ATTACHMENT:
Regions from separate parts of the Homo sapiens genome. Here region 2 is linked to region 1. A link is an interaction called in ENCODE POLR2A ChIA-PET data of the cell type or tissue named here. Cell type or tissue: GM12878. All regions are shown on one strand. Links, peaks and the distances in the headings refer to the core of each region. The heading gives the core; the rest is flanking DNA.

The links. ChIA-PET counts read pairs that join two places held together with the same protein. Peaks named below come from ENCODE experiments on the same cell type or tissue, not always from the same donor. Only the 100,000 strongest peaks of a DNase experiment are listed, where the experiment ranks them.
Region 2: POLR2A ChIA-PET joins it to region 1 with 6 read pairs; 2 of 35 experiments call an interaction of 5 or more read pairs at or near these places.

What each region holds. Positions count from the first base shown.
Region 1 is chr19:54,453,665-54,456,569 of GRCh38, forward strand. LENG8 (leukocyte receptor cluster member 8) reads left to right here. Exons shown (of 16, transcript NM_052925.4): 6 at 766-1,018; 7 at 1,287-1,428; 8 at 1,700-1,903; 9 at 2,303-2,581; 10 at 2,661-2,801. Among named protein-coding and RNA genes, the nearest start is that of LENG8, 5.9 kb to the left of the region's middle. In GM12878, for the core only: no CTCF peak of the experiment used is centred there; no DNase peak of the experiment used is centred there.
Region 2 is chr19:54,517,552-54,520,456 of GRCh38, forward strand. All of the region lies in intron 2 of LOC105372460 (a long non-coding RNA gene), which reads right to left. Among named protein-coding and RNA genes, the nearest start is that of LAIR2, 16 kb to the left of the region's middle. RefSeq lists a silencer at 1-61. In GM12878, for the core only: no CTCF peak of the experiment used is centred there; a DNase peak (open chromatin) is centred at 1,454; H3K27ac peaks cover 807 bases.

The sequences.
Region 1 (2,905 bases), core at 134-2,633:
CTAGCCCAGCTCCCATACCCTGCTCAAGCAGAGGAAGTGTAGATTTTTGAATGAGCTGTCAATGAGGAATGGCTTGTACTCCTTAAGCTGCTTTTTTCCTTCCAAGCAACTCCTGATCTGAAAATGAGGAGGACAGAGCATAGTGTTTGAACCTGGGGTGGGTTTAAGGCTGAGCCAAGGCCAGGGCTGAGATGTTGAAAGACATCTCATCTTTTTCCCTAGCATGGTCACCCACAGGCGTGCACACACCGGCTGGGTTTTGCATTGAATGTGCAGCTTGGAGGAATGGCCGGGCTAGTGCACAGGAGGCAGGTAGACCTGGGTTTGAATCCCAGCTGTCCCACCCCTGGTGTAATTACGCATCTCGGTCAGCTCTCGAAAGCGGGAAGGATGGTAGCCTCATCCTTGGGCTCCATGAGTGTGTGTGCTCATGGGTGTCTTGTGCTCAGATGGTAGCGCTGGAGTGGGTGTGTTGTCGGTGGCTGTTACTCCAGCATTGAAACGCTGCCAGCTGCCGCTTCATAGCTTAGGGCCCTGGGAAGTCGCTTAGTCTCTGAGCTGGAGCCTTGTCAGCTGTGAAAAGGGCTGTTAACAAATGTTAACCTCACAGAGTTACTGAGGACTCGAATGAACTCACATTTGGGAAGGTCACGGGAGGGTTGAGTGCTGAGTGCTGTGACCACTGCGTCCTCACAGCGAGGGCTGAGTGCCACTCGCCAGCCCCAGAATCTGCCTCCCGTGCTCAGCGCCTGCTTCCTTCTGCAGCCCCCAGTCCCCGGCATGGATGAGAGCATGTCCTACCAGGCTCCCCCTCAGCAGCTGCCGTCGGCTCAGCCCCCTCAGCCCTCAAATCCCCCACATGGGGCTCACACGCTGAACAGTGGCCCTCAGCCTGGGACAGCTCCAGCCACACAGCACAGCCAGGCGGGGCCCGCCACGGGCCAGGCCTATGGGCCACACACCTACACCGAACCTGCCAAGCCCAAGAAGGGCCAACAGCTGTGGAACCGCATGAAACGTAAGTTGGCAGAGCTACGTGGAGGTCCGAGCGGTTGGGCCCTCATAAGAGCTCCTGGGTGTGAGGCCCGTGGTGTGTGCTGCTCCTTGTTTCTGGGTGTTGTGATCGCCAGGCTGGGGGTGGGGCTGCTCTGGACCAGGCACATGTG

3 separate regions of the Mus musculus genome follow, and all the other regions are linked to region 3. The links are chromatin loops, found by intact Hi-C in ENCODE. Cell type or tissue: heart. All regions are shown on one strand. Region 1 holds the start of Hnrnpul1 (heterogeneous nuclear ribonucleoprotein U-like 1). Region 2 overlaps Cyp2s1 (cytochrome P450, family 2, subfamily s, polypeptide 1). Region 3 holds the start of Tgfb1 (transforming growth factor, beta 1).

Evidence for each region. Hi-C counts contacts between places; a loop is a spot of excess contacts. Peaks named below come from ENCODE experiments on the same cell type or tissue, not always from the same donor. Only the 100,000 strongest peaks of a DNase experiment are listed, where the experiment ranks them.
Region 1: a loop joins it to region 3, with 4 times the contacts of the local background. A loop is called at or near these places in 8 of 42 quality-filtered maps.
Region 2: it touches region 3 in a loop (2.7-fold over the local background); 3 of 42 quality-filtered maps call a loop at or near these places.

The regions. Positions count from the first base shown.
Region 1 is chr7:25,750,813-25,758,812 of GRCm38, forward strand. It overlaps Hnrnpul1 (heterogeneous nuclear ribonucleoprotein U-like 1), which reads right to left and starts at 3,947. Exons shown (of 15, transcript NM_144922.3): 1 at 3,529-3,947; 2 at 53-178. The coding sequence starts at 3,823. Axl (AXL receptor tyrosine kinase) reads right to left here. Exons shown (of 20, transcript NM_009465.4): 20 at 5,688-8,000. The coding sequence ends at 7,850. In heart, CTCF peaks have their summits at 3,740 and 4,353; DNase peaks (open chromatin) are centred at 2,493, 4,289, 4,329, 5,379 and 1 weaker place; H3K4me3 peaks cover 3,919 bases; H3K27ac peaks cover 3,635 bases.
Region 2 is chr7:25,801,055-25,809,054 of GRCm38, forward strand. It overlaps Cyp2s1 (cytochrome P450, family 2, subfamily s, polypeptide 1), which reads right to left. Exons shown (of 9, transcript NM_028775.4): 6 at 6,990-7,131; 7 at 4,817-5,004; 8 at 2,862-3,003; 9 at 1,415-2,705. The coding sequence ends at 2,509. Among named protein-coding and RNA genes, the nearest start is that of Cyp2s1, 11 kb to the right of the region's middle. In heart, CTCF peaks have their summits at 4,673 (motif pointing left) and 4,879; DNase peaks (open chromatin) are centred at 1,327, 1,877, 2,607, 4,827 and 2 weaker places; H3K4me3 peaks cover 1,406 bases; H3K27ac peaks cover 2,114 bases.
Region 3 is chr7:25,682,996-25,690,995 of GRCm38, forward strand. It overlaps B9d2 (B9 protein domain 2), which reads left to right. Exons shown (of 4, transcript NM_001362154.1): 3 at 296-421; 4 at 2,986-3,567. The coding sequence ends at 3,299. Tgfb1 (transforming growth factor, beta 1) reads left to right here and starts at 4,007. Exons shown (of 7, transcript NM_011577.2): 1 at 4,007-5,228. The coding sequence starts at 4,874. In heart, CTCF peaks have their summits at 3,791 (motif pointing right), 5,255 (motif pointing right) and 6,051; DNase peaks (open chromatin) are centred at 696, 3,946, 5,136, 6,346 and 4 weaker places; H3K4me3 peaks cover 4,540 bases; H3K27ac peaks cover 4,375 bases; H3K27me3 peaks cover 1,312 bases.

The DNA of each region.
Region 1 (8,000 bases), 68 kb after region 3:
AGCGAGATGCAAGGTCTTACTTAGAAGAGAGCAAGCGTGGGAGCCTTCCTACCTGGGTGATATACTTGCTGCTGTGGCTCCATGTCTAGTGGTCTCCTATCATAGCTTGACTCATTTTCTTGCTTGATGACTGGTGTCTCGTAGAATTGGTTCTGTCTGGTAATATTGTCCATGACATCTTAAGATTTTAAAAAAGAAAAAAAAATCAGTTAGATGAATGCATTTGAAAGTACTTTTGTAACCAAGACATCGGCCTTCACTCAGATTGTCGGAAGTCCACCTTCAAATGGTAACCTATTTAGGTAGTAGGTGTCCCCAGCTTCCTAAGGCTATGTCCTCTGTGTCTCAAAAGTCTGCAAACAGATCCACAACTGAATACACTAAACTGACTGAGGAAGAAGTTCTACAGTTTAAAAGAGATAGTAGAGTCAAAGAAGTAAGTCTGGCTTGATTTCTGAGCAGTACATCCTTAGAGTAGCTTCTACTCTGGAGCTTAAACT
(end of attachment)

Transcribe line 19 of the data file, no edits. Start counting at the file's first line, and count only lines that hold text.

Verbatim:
Region 1 (8,000 bases), 68 kb after region 3: